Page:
The ATSB said a fatigued right wing which broke off in flight caused the fatal air crash in Mount Isa last month.
A Cessna 210 VH-SUX crashed near Mount Isa on May 26 killing two men aboard.
The ATSB said evidence at the accident site indicated that the aircraft's right wing had separated while in flight, resulting in a rapid loss of control and subsequent collision with terrain.
Subsequent technical examination confirmed the aircraft's wing spar had fractured due to fatigue cracking, which reduced the spar's structural integrity to the point where operational loads produced an overstress fracture.
"The ATSB has notified the Civil Aviation Safety Authority, the US National Transportation Safety Board, the aircraft manufacturer and operator of the initial finding of fatigue cracking with the wing spar carry-through structure," ATSB Executive Director Nat Nagy said.
"The ATSB is working closely with those parties to ensure the continued safe operation of the the aircraft type."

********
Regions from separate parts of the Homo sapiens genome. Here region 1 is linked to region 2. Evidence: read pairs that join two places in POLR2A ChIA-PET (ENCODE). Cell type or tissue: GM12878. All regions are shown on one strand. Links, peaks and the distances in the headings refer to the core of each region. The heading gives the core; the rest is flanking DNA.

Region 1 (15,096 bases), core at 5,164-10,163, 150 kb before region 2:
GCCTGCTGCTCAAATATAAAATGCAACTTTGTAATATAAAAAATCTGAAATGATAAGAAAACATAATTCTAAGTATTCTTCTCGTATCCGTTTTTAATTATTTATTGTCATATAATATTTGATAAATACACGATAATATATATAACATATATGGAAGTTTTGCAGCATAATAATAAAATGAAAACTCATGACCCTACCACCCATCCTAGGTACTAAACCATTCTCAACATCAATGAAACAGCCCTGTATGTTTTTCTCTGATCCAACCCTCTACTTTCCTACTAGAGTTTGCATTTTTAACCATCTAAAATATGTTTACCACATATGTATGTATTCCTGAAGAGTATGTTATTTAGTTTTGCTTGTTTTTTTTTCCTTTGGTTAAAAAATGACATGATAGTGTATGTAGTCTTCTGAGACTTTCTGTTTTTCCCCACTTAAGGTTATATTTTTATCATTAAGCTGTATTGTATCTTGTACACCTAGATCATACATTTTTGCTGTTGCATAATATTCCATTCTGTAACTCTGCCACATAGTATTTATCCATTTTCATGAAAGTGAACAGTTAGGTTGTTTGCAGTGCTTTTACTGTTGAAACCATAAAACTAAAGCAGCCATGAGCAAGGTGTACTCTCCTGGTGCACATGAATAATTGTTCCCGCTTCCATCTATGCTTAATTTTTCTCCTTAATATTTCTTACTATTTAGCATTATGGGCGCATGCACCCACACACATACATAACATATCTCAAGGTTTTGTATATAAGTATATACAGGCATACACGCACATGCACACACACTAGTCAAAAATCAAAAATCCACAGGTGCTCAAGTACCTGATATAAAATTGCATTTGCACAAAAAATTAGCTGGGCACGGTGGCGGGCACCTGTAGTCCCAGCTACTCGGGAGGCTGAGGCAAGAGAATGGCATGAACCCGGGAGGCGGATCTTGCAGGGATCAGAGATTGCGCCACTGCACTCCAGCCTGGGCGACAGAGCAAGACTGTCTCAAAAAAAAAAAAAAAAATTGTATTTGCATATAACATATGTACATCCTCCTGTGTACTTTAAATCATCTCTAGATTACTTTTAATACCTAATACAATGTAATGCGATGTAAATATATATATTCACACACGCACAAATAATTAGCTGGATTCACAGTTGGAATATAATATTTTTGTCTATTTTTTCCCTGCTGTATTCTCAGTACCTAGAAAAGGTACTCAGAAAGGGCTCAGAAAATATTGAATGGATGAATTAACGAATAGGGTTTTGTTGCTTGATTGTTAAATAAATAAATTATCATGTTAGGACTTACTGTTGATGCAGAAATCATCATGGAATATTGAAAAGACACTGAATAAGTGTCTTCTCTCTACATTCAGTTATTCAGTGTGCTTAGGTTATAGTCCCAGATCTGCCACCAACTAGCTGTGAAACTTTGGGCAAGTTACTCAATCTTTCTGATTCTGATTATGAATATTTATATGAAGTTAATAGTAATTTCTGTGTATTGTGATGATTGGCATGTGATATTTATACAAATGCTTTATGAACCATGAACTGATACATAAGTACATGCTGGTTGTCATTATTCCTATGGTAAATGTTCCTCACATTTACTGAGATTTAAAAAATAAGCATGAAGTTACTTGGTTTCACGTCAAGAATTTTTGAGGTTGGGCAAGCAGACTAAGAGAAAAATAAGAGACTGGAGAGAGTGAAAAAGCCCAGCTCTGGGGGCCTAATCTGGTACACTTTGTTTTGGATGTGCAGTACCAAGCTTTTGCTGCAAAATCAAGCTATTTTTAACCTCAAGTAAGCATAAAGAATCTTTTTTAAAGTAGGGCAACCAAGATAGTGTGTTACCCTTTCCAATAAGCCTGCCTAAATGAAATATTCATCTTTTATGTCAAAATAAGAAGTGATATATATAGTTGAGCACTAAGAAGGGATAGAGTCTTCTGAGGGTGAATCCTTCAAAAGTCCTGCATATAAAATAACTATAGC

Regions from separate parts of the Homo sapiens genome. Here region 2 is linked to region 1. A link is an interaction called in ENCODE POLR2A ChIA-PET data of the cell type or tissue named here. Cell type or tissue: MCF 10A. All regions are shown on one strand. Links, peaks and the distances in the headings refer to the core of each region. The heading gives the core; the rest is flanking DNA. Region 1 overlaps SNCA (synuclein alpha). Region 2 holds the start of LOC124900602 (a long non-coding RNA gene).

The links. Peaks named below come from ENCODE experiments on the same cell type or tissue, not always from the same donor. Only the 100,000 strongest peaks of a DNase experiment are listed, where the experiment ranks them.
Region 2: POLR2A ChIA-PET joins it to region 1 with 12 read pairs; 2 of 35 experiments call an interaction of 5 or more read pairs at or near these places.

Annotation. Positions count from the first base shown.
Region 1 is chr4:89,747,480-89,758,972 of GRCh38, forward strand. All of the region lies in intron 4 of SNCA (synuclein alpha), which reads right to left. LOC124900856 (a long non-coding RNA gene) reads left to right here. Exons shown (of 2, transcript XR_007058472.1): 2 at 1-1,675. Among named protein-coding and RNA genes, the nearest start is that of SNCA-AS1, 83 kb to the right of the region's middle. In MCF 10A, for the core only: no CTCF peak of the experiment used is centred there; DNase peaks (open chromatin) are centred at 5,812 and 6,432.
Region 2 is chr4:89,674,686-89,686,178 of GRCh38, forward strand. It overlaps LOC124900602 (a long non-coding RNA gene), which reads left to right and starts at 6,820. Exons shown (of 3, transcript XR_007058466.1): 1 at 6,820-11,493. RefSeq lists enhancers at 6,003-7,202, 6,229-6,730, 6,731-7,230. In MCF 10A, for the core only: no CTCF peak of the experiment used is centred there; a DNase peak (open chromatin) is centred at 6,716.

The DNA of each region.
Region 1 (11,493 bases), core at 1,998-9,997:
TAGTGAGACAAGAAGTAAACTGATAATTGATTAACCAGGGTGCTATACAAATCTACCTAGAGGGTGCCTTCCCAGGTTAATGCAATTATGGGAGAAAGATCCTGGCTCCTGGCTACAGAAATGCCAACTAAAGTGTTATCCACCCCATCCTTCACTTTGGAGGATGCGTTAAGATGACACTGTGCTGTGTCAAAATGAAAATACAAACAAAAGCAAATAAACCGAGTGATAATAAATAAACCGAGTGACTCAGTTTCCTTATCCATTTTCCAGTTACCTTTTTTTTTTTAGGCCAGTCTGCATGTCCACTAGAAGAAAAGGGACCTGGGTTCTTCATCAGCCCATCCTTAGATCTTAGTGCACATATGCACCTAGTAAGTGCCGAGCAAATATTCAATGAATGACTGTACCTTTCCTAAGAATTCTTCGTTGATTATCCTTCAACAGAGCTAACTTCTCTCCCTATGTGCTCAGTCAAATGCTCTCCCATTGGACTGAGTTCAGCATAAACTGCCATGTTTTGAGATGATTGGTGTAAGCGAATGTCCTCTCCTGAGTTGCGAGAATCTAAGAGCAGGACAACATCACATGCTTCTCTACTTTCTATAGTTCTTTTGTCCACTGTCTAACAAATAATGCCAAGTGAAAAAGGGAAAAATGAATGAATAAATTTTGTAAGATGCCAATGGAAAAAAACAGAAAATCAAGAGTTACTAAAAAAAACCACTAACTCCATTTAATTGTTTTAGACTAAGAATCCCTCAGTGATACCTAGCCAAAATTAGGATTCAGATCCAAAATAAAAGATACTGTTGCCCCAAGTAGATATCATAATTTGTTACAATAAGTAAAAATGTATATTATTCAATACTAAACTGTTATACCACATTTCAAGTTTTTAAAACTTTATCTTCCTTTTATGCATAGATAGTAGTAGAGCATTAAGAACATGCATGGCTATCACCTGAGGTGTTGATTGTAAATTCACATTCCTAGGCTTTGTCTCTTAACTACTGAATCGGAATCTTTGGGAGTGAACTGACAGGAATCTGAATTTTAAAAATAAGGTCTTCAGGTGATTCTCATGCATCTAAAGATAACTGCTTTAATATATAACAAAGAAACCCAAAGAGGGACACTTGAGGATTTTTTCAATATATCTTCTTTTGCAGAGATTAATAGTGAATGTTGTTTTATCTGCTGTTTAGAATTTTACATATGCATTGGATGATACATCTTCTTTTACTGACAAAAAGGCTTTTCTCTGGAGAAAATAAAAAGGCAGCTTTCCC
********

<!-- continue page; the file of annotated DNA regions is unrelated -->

The Cessna 210, which had been manufactured in 1976 and had accumulated over 12,000 flight hours, had been conducting a geological survey flight while flying at about 200 feet above ground level at the time of the accident.
The ATSB is working closely with those parties to ensure the continued safe operation of the the aircraft type.
The aircraft had been modified for geological survey work and had also been fitted with approved integral wing tip fuel tank and non-standard engine and propeller modifications.
"The ATSB notes that there is no evidence to indicate a connection between this accident and other recent investigations it has conducted involving this aircraft type," Mr Nagy said.
The Cessna 210 registered to Thomson Aviation, crashed around 26 kilometres north-east of Mount Isa airport killing a Sunshine Coast man, aged 36 and a Sydney man, named Geoffery Manche aged 26.
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